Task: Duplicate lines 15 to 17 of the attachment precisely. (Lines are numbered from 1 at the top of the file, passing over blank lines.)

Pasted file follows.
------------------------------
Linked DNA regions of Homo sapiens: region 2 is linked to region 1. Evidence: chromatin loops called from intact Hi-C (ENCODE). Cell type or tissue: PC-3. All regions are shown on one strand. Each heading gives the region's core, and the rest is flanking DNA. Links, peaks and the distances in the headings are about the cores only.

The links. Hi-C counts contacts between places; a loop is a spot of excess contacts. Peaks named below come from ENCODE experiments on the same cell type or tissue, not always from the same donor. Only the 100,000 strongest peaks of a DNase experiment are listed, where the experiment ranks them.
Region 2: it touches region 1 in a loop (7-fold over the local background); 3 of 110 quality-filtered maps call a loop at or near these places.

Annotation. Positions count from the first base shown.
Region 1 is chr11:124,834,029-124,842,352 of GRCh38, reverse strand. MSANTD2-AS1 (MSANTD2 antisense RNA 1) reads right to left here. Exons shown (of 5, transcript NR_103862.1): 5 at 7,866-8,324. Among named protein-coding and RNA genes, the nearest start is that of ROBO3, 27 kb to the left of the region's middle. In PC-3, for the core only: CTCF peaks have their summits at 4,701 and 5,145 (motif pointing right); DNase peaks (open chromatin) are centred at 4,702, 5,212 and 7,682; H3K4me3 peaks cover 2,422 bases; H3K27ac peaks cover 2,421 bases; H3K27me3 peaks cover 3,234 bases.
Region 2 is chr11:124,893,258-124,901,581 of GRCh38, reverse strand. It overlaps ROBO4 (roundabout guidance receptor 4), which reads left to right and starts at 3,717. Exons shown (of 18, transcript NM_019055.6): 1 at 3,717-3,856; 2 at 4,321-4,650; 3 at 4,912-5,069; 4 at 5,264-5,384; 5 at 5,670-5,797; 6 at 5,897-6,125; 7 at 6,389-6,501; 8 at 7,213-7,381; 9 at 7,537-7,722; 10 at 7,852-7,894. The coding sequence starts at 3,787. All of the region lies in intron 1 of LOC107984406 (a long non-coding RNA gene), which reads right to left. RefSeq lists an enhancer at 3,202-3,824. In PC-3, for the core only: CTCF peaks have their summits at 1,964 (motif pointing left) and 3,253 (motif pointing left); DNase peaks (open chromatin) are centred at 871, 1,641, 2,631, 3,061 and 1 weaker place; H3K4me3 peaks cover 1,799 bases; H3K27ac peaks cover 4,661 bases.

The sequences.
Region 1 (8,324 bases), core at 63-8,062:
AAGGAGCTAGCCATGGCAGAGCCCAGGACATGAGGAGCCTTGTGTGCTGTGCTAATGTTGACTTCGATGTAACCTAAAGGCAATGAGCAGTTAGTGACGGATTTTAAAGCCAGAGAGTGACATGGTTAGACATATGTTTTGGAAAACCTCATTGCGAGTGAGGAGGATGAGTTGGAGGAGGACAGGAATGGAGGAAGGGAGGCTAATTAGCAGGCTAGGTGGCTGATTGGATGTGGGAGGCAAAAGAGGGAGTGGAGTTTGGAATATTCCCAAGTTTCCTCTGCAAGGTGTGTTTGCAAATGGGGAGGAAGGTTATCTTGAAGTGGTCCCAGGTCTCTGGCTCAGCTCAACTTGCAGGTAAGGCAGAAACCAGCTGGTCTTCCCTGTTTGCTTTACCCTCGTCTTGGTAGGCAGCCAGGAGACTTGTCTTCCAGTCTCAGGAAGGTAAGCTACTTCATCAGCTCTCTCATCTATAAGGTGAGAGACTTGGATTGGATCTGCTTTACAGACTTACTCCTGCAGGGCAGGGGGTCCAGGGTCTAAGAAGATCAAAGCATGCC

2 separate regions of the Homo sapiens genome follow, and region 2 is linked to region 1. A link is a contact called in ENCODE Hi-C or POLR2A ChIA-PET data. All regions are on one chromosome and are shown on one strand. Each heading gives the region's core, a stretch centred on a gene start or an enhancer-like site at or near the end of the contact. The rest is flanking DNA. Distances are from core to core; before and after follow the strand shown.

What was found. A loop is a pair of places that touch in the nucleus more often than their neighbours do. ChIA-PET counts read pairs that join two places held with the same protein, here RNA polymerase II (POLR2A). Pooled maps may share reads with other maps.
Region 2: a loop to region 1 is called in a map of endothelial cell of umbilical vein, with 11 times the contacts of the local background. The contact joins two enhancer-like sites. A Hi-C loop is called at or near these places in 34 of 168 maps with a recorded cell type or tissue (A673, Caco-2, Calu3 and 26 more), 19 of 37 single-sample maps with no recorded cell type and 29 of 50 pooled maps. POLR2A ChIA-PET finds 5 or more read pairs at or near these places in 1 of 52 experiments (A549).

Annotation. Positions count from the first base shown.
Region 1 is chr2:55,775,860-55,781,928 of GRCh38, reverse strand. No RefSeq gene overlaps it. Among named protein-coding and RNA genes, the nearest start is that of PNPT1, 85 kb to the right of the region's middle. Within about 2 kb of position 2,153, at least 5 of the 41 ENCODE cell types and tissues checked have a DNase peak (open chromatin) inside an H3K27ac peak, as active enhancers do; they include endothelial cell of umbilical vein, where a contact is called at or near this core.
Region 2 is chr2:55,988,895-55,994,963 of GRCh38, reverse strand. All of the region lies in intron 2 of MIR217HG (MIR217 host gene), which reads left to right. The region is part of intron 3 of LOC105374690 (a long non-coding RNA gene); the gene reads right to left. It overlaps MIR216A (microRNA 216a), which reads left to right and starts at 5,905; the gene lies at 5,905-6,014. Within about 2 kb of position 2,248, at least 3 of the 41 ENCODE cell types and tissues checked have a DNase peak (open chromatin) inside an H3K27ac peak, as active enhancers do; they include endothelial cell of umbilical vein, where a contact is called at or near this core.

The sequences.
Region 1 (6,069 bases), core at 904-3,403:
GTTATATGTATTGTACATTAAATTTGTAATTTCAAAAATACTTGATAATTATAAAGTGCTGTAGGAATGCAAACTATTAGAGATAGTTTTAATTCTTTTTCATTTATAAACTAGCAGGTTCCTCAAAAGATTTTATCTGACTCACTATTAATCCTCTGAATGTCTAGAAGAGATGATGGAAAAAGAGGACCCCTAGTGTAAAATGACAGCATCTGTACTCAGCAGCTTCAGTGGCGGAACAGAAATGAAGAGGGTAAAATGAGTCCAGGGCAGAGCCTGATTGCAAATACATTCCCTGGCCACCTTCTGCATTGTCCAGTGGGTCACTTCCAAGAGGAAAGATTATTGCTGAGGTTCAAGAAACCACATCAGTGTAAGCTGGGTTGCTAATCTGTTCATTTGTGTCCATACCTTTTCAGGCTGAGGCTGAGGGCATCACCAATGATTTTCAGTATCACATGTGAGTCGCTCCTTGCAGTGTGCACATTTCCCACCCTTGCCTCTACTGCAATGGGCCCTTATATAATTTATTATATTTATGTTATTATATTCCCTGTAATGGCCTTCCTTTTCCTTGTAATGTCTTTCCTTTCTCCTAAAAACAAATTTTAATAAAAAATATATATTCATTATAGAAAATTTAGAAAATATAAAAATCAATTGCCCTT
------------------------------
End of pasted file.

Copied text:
Region 2 is chr2:55,988,895-55,994,963 of GRCh38, reverse strand. All of the region lies in intron 2 of MIR217HG (MIR217 host gene), which reads left to right. The region is part of intron 3 of LOC105374690 (a long non-coding RNA gene); the gene reads right to left. It overlaps MIR216A (microRNA 216a), which reads left to right and starts at 5,905; the gene lies at 5,905-6,014. Within about 2 kb of position 2,248, at least 3 of the 41 ENCODE cell types and tissues checked have a DNase peak (open chromatin) inside an H3K27ac peak, as active enhancers do; they include endothelial cell of umbilical vein, where a contact is called at or near this core.

The sequences.
Region 1 (6,069 bases), core at 904-3,403: